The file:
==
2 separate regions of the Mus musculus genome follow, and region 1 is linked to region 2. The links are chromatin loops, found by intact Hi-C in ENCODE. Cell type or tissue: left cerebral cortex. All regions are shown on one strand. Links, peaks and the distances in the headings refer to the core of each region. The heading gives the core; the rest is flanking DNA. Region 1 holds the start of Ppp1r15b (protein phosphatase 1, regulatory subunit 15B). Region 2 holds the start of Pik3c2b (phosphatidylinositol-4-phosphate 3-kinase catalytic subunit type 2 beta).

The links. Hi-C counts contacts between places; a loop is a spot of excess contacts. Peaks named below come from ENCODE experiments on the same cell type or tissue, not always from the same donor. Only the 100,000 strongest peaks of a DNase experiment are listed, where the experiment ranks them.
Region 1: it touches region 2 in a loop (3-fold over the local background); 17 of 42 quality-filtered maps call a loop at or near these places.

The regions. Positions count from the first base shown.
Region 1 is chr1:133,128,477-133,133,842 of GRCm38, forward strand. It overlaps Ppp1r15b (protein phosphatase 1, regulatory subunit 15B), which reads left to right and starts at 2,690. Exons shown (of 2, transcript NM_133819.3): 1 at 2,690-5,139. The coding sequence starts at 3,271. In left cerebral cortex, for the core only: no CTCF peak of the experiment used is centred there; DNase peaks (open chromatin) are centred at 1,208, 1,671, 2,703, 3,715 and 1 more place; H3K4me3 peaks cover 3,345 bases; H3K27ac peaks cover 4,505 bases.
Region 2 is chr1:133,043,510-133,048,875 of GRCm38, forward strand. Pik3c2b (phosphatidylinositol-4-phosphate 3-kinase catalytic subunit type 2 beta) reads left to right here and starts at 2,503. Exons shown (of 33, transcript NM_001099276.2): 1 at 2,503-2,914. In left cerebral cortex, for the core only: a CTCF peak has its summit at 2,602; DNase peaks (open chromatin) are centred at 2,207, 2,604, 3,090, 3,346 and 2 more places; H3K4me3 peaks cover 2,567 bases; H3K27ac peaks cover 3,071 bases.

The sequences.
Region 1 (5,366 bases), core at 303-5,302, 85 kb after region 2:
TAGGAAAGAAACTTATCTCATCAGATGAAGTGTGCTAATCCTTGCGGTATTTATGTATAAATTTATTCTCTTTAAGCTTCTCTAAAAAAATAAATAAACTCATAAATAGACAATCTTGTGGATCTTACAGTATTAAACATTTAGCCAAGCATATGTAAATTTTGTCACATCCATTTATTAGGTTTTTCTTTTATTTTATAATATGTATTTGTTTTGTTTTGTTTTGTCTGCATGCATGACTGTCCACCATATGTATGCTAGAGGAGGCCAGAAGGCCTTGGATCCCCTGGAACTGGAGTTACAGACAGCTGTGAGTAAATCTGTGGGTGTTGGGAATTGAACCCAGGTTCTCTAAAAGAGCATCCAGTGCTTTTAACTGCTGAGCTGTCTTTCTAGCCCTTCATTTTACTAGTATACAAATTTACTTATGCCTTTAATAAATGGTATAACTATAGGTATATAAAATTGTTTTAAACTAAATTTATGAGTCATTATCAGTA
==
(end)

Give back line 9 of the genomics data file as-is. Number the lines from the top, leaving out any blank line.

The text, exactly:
TAGGAAAGAAACTTATCTCATCAGATGAAGTGTGCTAATCCTTGCGGTATTTATGTATAAATTTATTCTCTTTAAGCTTCTCTAAAAAAATAAATAAACTCATAAATAGACAATCTTGTGGATCTTACAGTATTAAACATTTAGCCAAGCATATGTAAATTTTGTCACATCCATTTATTAGGTTTTTCTTTTATTTTATAATATGTATTTGTTTTGTTTTGTTTTGTCTGCATGCATGACTGTCCACCATATGTATGCTAGAGGAGGCCAGAAGGCCTTGGATCCCCTGGAACTGGAGTTACAGACAGCTGTGAGTAAATCTGTGGGTGTTGGGAATTGAACCCAGGTTCTCTAAAAGAGCATCCAGTGCTTTTAACTGCTGAGCTGTCTTTCTAGCCCTTCATTTTACTAGTATACAAATTTACTTATGCCTTTAATAAATGGTATAACTATAGGTATATAAAATTGTTTTAAACTAAATTTATGAGTCATTATCAGTA